Alright, as promised here we go, not sure how long this will end up being.
In the wake of the 670 I got on my first exam I was pretty depressed, but the day after a few friends pointed out that I had gotten perfect scores on 2 sections, and 93rd percentile on another. I knew I had to take it again, but with deadlines looming for applications I had to balance my need for further studying with what I needed to do on my applications. I selected a date of December 27 for the exam. This gave me enough time to study in the ensuing 7 weeks, and also with Christmas right before I had a couple days off from work (which I restarted after the first exam) with which to devote myself to my studies. Now, on to how I changed up strategies.
The first exam prep I focused ENTIRELY on 'knowledge', learning formulas, how to solve different kinds of problems, etc. I had a word document filled with facts and formulas and little tricks to look out for on problems. And you know what, barely any of them came up on the test. Granted, a few did, and that helped, but I felt that there had to be some better way to spend my study time this round. I think Mike Mcgary had posted about how the GMAT wasn't really testing your knowledge, it was more about testing your logic abilities, abstract thinking, and problem solving. With that in mind, I made a plan; I would give some effort into reviewing my guides on subjects, but the next time I took the test I would look at it more analytically, not as a list of problems to solve. Next, I also started to look around for help with the actual strategy to employ on the quant section. I overlooked that almost entirely on the first exam run. I wanted to solve every question with actual formulas. I knew the gmat doesn't know if you're guessing or not, but I wanted to solve EVERYTHING. I was too prideful in that regard.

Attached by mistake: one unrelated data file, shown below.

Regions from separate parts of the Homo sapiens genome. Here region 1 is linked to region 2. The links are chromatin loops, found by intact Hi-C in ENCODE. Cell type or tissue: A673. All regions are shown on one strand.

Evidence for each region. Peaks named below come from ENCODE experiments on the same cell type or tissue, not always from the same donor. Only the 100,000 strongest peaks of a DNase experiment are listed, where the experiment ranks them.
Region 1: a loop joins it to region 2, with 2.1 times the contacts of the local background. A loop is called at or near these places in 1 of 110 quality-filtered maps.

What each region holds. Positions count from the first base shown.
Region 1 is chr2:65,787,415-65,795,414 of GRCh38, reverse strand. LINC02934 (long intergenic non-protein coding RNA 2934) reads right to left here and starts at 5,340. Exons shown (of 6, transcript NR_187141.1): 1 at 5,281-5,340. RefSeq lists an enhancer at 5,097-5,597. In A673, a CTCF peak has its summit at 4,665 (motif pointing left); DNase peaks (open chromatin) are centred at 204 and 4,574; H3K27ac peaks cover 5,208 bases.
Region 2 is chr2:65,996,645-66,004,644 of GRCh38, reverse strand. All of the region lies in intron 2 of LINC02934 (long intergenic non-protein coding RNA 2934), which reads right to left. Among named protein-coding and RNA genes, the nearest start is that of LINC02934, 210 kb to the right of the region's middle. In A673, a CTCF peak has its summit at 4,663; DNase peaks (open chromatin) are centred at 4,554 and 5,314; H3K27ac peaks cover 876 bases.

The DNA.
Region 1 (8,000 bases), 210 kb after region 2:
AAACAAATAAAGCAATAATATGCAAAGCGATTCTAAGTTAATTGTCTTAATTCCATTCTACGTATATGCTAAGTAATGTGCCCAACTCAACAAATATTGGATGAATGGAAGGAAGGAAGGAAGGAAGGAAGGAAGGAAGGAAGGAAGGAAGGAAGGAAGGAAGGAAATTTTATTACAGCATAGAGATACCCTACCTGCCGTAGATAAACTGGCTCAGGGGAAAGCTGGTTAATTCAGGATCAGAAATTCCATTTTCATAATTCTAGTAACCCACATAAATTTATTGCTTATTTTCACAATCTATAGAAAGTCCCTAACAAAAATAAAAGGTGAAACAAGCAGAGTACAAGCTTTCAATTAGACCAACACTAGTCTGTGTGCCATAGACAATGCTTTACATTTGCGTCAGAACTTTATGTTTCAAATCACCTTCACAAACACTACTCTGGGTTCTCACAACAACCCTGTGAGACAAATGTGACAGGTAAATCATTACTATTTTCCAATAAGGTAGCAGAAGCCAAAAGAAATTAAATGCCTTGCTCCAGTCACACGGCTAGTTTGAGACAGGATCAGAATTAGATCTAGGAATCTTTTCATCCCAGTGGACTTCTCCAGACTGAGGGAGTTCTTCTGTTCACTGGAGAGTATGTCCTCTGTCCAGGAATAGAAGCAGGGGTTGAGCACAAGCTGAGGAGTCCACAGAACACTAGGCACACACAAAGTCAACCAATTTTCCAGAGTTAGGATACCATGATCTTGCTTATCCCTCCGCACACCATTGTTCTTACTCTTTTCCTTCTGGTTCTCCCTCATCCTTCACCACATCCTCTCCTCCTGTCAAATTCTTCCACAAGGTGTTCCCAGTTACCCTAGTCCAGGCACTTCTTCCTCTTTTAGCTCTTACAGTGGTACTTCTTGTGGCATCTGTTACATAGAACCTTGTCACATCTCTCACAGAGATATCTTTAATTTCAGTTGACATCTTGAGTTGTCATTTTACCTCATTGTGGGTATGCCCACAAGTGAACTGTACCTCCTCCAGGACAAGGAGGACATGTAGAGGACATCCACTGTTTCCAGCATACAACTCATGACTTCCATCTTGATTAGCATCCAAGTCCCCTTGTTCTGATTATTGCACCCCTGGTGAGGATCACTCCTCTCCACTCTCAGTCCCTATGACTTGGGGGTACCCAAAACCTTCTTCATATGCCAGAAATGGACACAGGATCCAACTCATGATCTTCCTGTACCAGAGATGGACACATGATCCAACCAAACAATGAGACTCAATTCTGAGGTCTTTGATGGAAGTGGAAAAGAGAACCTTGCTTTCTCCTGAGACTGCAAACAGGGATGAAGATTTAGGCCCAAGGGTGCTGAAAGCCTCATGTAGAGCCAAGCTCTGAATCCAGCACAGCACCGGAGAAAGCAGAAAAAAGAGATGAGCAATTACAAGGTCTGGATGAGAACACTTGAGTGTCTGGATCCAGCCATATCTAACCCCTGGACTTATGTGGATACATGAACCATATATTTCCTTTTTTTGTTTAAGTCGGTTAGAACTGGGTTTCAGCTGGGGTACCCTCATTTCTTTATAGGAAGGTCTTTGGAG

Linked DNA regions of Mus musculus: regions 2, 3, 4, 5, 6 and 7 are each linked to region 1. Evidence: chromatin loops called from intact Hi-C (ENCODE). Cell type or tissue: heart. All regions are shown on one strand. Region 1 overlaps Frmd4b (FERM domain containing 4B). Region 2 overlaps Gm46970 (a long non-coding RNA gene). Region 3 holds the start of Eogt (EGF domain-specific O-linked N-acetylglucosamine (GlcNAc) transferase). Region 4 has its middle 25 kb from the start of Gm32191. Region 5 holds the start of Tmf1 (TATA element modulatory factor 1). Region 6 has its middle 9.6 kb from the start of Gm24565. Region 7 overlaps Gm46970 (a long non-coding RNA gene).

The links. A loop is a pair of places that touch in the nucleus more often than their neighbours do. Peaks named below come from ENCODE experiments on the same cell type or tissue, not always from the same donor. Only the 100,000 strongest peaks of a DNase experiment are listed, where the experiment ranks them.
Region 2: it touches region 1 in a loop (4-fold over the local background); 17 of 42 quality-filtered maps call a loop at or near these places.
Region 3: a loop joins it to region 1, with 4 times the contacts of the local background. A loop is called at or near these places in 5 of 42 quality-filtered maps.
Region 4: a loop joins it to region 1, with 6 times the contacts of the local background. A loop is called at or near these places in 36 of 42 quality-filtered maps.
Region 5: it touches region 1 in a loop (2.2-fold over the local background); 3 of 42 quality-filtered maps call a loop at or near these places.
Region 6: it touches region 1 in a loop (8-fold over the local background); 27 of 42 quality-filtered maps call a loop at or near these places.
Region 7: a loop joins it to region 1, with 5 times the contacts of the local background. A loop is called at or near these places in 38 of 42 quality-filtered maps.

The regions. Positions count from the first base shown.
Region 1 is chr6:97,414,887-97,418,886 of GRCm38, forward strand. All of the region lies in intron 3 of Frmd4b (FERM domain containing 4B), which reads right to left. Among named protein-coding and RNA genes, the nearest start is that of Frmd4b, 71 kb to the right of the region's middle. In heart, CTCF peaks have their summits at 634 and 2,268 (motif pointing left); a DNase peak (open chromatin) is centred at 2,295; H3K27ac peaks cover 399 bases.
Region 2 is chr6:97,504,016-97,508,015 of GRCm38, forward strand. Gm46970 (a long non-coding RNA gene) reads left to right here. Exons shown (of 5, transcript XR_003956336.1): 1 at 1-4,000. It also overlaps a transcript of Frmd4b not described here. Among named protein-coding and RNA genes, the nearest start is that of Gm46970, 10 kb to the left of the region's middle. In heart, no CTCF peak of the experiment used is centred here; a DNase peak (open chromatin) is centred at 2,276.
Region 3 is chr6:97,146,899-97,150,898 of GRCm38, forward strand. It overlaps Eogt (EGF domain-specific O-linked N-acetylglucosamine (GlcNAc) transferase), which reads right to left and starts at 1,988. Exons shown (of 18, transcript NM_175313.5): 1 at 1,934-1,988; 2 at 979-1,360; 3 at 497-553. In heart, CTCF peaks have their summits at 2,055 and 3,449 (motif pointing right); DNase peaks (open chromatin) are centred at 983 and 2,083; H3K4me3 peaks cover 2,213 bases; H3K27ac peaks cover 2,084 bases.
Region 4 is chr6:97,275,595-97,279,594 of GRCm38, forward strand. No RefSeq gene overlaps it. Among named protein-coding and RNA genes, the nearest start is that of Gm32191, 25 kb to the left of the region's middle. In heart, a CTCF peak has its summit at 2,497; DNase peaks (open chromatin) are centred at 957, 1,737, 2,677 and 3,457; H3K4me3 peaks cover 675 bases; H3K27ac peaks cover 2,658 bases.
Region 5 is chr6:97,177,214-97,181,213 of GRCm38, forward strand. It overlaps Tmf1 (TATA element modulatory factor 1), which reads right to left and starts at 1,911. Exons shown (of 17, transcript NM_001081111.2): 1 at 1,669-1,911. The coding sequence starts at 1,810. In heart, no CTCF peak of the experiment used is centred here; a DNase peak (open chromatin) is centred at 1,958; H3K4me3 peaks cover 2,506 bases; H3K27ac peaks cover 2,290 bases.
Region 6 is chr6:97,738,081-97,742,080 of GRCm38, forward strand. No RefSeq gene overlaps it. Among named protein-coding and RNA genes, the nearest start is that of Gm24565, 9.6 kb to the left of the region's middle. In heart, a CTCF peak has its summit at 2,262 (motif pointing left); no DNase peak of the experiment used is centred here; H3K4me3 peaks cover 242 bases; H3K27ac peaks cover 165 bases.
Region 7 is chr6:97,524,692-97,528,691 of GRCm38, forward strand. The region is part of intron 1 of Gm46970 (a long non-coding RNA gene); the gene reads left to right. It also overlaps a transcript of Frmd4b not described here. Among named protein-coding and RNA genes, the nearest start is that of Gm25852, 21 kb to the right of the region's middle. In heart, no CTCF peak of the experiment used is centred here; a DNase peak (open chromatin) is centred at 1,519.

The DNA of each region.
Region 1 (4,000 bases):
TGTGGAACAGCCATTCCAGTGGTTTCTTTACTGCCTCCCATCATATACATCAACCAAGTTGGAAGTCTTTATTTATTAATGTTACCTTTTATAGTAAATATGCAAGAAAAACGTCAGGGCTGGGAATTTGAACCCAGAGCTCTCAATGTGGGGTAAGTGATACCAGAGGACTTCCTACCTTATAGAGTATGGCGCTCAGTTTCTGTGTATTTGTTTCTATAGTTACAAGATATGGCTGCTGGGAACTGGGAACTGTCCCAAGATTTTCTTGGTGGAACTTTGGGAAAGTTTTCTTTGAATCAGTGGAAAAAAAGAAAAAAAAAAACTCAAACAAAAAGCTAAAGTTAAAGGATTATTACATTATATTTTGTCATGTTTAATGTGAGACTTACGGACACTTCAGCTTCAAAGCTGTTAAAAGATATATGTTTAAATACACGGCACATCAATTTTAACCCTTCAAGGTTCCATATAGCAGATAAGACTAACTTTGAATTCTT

So with that in mind I went and got the Manhattan
advanced quant guide. This guide was completely different than the others; true there are problems to solve and formulas discussed, but it's more than that. As I read through it, I realized it was more about strategies to employ when taking the test. There are sections on how to spot patterns, common problem types, etc. Most importantly, it has sections on how to eliminate answer choices, how to make educated guesses. If you can go from having no idea which answer could be correct on a problem (a 1/5 chance of being correct) to eliminating even 2 of them, you've gone from a 20% chance of being correct to 33%, which is huge on a weighted test like the GMATs. If you get even one or two extra correct that could easily add 2 to your Q score. The guide was also invaluable for DS problems as well. I always felt overwhelmed, and the way in which it broke down strategies on how to handle each stem, and how they interacted with each other was invaluable. I'm betting at least 7 points of the 10 point increase I got was from an improvement here. A lot of my improvement thus came not from knowing the material better, but by